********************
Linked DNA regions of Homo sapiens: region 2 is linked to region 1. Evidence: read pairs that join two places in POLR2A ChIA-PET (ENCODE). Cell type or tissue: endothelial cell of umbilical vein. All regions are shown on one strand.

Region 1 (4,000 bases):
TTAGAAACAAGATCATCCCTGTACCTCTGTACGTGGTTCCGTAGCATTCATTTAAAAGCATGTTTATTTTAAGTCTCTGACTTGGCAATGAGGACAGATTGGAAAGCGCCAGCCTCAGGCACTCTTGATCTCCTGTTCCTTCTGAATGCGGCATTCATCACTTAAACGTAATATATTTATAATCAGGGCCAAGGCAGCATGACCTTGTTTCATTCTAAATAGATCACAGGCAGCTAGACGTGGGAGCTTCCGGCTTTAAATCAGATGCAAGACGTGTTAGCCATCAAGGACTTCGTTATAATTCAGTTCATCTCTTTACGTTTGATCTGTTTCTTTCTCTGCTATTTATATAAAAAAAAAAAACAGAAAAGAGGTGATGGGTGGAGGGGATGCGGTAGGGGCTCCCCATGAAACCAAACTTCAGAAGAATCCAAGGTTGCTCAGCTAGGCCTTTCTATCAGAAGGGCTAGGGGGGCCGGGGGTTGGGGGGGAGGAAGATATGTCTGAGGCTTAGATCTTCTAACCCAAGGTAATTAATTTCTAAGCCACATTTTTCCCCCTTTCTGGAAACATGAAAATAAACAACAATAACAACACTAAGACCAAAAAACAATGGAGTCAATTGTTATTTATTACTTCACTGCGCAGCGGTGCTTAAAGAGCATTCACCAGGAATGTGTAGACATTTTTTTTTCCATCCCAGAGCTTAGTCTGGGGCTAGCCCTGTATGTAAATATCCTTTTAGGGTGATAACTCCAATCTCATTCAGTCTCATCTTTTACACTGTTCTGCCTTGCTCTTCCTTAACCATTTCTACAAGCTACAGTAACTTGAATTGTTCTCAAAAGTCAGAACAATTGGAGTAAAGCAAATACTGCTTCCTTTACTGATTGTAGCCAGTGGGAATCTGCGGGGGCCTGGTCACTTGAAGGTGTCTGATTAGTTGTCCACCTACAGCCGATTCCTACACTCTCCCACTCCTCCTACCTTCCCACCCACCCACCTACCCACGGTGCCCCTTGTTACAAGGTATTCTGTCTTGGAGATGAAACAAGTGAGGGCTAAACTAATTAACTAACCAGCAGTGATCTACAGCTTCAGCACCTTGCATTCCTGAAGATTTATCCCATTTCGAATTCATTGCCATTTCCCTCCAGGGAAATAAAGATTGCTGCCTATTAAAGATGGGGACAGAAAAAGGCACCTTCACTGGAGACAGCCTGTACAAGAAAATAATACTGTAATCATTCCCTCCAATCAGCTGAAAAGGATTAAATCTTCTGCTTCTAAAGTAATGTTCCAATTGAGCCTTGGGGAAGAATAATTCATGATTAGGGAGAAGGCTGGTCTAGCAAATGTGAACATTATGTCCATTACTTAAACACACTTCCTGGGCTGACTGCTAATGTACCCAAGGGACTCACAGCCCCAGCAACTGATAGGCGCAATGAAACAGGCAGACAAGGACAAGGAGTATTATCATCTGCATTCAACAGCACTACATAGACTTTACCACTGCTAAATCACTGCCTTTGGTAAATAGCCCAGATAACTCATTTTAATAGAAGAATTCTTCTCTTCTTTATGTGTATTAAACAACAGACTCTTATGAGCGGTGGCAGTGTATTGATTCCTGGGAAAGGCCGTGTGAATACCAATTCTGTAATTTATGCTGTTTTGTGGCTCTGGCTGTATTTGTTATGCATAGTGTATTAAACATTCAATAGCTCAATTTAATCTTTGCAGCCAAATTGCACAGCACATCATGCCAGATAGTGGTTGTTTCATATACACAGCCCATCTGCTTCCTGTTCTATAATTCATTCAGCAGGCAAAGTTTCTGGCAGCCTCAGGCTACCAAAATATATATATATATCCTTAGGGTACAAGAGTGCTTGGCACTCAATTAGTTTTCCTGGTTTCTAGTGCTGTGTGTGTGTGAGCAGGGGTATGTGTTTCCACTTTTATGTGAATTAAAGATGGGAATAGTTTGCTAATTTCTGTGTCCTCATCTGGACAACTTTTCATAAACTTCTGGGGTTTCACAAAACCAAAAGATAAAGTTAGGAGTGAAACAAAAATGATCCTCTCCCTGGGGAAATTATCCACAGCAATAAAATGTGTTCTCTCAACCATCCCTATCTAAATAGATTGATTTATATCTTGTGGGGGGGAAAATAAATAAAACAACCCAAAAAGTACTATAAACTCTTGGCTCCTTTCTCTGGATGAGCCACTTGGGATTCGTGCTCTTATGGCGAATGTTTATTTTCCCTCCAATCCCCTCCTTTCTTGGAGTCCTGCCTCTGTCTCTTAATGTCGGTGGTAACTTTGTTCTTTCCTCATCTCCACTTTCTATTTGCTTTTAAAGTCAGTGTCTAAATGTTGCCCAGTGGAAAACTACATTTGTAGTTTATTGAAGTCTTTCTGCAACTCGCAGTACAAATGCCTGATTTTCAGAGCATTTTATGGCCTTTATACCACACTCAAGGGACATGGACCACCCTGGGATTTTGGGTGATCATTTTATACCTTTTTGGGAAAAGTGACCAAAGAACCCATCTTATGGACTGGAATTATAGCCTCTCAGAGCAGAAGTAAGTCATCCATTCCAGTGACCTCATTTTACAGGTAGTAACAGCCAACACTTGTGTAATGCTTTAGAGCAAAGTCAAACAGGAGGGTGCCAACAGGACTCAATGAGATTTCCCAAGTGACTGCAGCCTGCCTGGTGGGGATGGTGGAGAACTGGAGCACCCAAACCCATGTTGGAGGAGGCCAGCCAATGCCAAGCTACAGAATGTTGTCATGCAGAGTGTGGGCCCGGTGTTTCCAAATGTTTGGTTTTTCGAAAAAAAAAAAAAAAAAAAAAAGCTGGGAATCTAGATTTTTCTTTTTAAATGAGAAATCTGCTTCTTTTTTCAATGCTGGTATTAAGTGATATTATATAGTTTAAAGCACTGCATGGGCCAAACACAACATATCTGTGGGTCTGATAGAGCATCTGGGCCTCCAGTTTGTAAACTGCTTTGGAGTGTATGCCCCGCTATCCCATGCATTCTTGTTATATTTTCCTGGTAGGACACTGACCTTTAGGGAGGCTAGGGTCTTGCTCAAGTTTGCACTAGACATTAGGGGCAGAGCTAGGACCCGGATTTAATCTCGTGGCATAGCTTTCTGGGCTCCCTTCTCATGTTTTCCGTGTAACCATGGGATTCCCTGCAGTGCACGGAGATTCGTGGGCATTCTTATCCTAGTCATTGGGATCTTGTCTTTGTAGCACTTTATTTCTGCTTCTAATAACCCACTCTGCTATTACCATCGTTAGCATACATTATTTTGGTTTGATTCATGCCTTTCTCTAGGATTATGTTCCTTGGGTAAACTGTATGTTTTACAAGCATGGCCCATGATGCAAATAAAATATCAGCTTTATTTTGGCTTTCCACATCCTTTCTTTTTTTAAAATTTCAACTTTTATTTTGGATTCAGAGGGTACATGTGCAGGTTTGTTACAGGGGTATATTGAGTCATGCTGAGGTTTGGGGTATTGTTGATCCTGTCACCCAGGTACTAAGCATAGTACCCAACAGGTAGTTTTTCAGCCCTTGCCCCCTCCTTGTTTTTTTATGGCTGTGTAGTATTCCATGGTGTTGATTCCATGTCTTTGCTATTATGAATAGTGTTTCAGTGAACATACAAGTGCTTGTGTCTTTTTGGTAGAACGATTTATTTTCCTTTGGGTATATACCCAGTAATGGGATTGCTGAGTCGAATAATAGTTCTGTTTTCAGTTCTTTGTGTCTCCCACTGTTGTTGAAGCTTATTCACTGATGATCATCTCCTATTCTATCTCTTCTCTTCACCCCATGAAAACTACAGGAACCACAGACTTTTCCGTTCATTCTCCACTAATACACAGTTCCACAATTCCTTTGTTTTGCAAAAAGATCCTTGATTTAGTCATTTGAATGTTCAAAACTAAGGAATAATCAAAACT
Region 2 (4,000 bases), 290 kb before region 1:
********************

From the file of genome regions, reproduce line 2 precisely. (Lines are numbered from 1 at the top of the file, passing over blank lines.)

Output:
Region 1 (4,000 bases):